Surfing from / October, 2017

Malibu, CA: Broad Beach Sand Project Costs Jump to $55-60 Million Per Decade

The Broad Beach Geologic Hazard Abatement District (GHAD) is now contending with another set of lawsuits over a project originally estimated to cost about $20 million, which is now estimated to cost $55 to $60 million every 10 years. The project will involve bringing in megatons of sand every few years to restore the disappearing beach and dunes.

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UN warns of ‘unacceptable’ greenhouse gas emissions gap

There is still a large gap between the pledges by governments to cut greenhouse gas emissions and the reductions scientists say are needed to avoid dangerous levels of climate change.

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How aquaculture is threatening the native fish species of Africa

Africa has long looked to fish farming to help feed its burgeoning human population. But scientists are warning that a new aquaculture push is introducing invasive species that could devastate natural ecosystems.

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How cities are defending themselves against sea level rise

Superstorm Sandy and a series of lesser coastal storms since that 2012 disaster compelled some coastal communities to defend themselves by elevating homes and critical infrastructure, building sand dunes, widening beaches and erecting or raising sea walls. But as sea levels continue to rise around the world, that’s not an option in large cities.

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In the Trump era, rising seas still a concern for Defense Department

Climate scientists in the federal government have been on the defensive since President Donald Trump took office in January. But military leaders will continue to address the risks that climate change poses to bases and national security, a senior Pentagon official said at conference Friday on sea level rise.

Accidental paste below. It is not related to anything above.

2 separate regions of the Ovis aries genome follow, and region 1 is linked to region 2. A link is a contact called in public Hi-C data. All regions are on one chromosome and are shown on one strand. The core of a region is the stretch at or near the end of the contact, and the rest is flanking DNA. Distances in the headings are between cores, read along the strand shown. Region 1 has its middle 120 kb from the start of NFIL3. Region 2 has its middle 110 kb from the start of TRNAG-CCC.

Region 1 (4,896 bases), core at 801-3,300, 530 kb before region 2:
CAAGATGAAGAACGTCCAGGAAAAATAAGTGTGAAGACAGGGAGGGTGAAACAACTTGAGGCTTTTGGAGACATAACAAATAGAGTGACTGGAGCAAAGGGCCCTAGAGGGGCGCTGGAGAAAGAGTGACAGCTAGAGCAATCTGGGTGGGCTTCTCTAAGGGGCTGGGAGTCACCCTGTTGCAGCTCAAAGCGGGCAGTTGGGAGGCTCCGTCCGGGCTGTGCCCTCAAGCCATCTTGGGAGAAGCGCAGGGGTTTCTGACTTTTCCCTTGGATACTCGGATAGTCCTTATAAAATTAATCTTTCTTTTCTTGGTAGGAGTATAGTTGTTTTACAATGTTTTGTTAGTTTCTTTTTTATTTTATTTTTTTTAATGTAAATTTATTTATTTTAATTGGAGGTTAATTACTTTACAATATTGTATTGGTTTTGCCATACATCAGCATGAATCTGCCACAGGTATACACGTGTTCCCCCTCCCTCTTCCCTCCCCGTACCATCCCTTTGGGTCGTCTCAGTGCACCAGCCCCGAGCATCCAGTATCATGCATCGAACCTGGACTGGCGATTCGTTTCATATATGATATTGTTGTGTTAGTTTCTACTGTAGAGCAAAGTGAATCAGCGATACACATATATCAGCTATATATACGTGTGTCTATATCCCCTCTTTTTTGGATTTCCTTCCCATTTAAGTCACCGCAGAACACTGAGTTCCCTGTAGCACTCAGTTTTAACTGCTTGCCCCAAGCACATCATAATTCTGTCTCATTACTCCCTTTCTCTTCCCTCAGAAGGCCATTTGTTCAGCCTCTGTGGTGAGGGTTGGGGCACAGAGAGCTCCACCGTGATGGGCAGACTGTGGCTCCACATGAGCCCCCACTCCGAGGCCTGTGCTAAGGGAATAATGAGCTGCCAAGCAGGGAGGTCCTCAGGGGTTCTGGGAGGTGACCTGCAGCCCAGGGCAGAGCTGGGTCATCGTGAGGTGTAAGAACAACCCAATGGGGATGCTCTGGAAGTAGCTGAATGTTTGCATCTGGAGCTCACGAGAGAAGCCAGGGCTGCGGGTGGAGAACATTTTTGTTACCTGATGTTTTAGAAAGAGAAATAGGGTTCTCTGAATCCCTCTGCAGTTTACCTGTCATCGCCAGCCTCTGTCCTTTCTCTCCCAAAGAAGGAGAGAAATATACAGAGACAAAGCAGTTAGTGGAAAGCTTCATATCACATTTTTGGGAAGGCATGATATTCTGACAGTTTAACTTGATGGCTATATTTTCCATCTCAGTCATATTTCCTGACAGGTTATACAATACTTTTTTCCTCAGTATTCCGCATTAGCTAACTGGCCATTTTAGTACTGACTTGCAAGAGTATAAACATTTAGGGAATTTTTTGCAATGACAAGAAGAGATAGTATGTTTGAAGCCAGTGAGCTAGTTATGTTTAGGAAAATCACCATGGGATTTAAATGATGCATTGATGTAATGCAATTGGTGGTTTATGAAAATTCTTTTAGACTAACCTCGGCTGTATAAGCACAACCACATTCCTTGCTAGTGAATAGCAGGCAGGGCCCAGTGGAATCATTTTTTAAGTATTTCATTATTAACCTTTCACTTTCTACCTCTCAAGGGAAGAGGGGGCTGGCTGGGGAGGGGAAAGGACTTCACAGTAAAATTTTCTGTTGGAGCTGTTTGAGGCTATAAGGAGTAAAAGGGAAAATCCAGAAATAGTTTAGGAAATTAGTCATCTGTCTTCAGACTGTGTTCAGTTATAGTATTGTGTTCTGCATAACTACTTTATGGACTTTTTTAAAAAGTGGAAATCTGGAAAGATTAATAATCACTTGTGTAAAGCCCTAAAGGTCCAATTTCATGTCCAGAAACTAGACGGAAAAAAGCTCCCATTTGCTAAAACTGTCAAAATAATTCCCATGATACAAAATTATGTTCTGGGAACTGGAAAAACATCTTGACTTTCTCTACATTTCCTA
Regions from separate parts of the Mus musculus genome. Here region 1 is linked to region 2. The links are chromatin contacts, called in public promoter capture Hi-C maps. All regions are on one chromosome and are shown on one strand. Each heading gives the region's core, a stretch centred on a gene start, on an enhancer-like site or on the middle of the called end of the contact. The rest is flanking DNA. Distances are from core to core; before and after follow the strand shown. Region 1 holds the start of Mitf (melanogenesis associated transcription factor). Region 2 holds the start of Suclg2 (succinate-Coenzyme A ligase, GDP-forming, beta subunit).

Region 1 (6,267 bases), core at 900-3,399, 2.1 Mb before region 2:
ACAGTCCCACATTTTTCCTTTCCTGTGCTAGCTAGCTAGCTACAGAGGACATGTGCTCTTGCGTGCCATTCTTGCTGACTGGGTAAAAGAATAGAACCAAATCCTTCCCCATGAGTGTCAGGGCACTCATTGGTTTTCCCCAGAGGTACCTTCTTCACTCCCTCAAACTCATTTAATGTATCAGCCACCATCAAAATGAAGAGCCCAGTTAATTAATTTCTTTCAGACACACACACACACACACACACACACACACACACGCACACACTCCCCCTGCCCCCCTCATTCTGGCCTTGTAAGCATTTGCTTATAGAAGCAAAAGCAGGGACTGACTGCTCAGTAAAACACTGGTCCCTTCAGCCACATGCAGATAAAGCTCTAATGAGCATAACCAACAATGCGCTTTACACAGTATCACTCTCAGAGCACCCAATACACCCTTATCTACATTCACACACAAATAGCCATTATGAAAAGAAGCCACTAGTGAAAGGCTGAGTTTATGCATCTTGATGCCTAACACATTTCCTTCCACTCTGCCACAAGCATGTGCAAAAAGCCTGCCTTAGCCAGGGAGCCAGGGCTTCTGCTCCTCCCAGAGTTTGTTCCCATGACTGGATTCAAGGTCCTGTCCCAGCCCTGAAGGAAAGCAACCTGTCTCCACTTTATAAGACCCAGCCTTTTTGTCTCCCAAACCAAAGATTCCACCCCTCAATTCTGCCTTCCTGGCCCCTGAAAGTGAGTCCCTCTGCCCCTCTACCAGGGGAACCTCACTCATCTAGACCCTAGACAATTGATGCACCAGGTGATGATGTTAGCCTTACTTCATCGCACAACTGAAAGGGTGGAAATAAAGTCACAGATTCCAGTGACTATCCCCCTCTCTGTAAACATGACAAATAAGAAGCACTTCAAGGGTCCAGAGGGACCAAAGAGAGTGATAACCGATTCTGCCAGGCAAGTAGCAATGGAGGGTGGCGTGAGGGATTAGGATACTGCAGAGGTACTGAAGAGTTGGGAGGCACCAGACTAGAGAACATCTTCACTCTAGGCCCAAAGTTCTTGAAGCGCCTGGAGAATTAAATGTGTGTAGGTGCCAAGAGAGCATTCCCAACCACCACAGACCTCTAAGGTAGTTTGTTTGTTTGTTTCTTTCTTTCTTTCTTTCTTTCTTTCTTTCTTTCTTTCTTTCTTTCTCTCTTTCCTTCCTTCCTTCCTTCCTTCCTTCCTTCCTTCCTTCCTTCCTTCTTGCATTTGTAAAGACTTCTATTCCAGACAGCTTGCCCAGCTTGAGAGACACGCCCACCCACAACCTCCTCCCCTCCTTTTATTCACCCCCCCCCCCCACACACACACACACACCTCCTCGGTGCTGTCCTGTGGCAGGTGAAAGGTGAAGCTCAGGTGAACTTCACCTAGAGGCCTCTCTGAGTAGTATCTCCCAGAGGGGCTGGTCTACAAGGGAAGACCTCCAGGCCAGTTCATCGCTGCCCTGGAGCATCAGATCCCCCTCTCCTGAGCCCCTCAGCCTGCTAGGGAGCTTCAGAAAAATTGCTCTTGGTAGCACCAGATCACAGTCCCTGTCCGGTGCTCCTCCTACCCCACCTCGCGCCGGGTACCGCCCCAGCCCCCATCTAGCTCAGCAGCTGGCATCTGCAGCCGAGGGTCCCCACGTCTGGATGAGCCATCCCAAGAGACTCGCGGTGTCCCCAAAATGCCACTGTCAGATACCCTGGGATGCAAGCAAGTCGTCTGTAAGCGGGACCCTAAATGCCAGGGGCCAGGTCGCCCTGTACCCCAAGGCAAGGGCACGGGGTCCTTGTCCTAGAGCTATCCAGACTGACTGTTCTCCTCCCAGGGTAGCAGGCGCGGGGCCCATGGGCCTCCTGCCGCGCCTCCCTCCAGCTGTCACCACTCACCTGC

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The Quick Demise of B-44

Scientists have long been tracking the retreat of Pine Island Glacier, one of the main outlets where ice from the West Antarctic Ice Sheet flows into the ocean. Attention recently turned once again to the glacier when it calved a large new iceberg, named B-44. Just weeks later, the berg has broken apart.

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The breach at Fire Island National Seashore, Video

In 2012, Superstorm Sandy opened up a new inlet on Fire Island National Seashore. A video, showing how this storm-formed inlet has transformed water quality in the estuary.

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Waiting for the tide to turn: Kiribati’s fight for survival

The 33 islands of Kiribati, a remote and low-lying nation in the Pacific Ocean, are under threat from climate change. But the islanders have not given up hope

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The only answer to rising seas is to retreat; By Orrin H. Pilkey & Keith C. Pilkey

Except for the timing, there is no controversy among scientists regarding sea level rise. Defending the coast and holding the shoreline in place ultimately will be futile. With a three-foot or a six-foot sea level rise, we will retreat, probably beginning within the next 50 years.

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